Where "recruiter" = "freelance recruitment agent": there are an awful lot of bad ones, so if you find a good one hang onto them. They're less likely to be blacklisted by employers.


I've never had a recruiter that submitted me to a company without my permission. I also don't post my resume. I only give it to recruiters after talking to them and knowing the company they represent.


Everyone's code basically sucks, including yours. The boundary between a beginner and a coding rockstar really isn't very great unless you are getting into the realm of computer sciences, like machine learning. Learn from your seemingly smarter peers, but don't idolize them. Chances are they will leave the company long before you do, and you will figure out that their coding skills aren't all they are cracked up to be, especially if their code is poorly documented. You will soon understand that they were focusing on getting the job done, while you were expending all that effort to be clever. In that sense, they were totally right.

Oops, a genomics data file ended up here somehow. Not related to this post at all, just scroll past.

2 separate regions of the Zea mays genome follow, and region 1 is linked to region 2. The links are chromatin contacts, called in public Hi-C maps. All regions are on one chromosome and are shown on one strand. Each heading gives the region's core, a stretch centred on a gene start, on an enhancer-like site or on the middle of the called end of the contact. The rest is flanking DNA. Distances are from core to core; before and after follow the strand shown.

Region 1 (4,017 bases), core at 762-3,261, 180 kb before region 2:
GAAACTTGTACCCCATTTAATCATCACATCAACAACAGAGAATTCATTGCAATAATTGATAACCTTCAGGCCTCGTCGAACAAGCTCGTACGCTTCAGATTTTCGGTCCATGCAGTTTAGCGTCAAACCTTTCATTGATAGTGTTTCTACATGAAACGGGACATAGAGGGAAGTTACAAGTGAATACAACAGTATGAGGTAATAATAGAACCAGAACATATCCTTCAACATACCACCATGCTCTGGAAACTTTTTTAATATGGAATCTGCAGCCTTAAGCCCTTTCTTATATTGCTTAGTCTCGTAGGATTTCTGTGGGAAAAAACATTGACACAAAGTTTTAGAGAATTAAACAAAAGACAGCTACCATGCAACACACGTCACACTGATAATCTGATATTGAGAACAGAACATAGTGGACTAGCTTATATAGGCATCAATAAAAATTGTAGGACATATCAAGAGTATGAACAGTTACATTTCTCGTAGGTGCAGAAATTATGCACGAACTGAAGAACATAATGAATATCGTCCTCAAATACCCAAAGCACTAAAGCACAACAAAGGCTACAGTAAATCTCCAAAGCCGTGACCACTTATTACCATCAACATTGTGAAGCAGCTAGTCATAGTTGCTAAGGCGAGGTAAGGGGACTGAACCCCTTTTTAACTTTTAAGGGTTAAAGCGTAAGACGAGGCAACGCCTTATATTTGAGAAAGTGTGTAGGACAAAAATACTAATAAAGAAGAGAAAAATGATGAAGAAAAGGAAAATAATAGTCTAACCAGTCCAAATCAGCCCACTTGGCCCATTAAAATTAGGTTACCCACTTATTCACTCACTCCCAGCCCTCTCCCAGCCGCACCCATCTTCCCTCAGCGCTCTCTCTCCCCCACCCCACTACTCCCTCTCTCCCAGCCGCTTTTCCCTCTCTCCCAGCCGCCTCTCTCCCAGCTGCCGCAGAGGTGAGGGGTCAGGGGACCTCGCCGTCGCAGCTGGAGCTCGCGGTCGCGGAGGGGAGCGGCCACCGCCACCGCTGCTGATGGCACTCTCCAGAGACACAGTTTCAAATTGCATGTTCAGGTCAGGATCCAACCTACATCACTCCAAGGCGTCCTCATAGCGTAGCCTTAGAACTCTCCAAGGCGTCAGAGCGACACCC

Don't overwork. Seems obvious, though it's not only still prevalent in America, but more important for our field. Working extra hours has rarely benefitted me either in quality of work or in company treatment. Nobody cares that you put in extra hours. In fact, don't expect your boss to care about anything you are doing even if they are generally benevolent.

Your success is mostly dependent on your personality with appearance as a close second. That's not to say you won't have big wins with the projects you work on, but a lousy programmer won't get fired if they are charming and everyone likes them. The more I refined my social skills, as well as my grooming, the more my minor achievements would get overinflated by my peers and the more they would overlook my mistakes. It's just a cruel fact of life, but at least it's something most people can actually address.


> The boundary between a beginner and a coding rockstar really isn't very great unless you are getting into the realm of computer sciences, like machine learning.

This is really untrue. On the surface, code might look the same between a beginner and a senior developer, but the decisions underlying the code will be night and day. Beginners will solve the problem of the day directly, with no care for introducing complexity and no willingness to reconsider past decisions.


In many fields, it takes a master to make everything look easy. It really seems to be the same with programming.